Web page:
Adam Roberts doesn’t like the modern science fiction writer’s habit of self promotion. John Scalzi gets a bit defensive about it and explains why a little bit of self promotion is cool, but it shouldn’t be too much. Enter Amal El-Mohtar, who gets annoyed by both of them and explains why these attitudes about self promotion hinder writers coming from marginalised groups:
No hand-wringing or tut-tutting about reading widely or behaving with dignity or integrity or what have you is going to end the practice of brash, confident people telling other people, often and obnoxiously, to vote for them. But, crucially, the hand-wringing and tut-tutting does have an effect: it discourages the people who already feel silenced and uncomfortable from ever talking about or taking pride in their achievements.
You cannot with one breath say that you wish more women were recognized for their work, and then say in the next that you think less of people who make others aware of their work. You cannot trust that somehow, magically, the systems that suppress the voices of women, people of colour, disabled people, queer people, trans people, will of their own accord stop doing that when award season rolls around in order to suddenly make you aware of their work. You MUST recognize the fact that the only way to counter silence is to encourage speech and make room for it to be heard.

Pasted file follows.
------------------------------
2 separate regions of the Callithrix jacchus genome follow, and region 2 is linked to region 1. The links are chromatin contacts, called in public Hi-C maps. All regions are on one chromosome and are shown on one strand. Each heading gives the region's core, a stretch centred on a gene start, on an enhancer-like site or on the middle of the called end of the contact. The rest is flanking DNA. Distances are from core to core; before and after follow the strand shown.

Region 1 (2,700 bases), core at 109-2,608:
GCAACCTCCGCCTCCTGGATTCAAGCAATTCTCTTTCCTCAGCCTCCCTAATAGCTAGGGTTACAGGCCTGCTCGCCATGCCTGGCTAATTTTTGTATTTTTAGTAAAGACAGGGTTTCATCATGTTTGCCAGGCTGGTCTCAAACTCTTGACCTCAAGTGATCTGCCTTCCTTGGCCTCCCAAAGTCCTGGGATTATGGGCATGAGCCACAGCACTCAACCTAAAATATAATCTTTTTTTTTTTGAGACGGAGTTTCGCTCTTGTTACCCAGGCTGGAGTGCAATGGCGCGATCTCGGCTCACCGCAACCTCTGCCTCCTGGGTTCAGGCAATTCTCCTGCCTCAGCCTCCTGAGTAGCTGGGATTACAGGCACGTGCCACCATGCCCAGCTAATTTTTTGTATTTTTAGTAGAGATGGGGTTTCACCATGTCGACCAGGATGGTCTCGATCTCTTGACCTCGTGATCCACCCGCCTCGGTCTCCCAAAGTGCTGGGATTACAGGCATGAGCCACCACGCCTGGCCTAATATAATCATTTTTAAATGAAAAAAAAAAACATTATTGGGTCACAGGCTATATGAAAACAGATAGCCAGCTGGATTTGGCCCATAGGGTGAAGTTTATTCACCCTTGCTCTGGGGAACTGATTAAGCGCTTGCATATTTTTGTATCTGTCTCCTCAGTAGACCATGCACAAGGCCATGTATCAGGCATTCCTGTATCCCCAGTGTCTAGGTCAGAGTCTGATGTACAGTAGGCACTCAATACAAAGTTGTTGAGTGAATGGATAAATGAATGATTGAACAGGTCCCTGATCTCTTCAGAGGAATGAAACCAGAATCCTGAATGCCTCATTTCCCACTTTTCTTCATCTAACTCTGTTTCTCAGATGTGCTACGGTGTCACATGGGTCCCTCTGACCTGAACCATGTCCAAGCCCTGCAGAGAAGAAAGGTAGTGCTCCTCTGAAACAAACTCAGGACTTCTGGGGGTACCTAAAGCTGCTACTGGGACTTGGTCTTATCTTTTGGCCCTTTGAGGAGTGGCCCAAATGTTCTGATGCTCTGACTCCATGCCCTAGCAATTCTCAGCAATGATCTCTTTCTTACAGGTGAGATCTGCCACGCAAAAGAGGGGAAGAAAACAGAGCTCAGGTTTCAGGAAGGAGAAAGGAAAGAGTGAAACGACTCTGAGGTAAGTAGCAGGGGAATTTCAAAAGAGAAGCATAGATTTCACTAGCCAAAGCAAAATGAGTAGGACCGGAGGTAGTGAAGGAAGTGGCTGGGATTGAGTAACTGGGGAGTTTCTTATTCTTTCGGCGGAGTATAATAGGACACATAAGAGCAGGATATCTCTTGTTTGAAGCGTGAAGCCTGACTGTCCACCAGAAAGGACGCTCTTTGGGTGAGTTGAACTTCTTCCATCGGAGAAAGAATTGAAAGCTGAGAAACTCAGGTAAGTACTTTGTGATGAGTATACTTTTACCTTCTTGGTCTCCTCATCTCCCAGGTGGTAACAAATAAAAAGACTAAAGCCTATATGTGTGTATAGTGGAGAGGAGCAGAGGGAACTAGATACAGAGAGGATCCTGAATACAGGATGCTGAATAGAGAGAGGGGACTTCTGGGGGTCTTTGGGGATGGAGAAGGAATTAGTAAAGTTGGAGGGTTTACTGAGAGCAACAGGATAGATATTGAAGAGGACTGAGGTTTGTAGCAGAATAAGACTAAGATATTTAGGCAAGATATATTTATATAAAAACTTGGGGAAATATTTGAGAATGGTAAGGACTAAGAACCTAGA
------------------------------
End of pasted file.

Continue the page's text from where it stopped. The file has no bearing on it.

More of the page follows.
To be honest the self promotion of writers like John Scalzi has always annoyed me, all that relentless hyping and huckstering doesn’t fit the fandom I grew up with. Yet Amal El-Mohtar has a point here. Not everybody’s voice is equal in fandom and some people need to shout twice as loud to get their voice heard. And if nobody else does it, you have to do it yourself. Mohtar’s post is where it clicked for me how complaining about self promotion and crass commercialism can be privilege talking, especially in the context of the Hugo Awards.
The truth is that science fiction fandom, certainly that part of it that is defined by e.g. the Hugo Awards, still isn’t as welcoming and diverse as it should be, while the world of science fiction as a whole is much much larger than encompassed by the Worldcon/Hugo Award tradition. I’ve long held that the Hugos have lost much of their relevancy because they’re stuck with a voting audience no longer representative of science fiction as a whole. If left alone, these will keep voting for the same sort of writers they always vote for. Efforts to promote new and underrepresented writers therefore should be lauded, not scoffed at.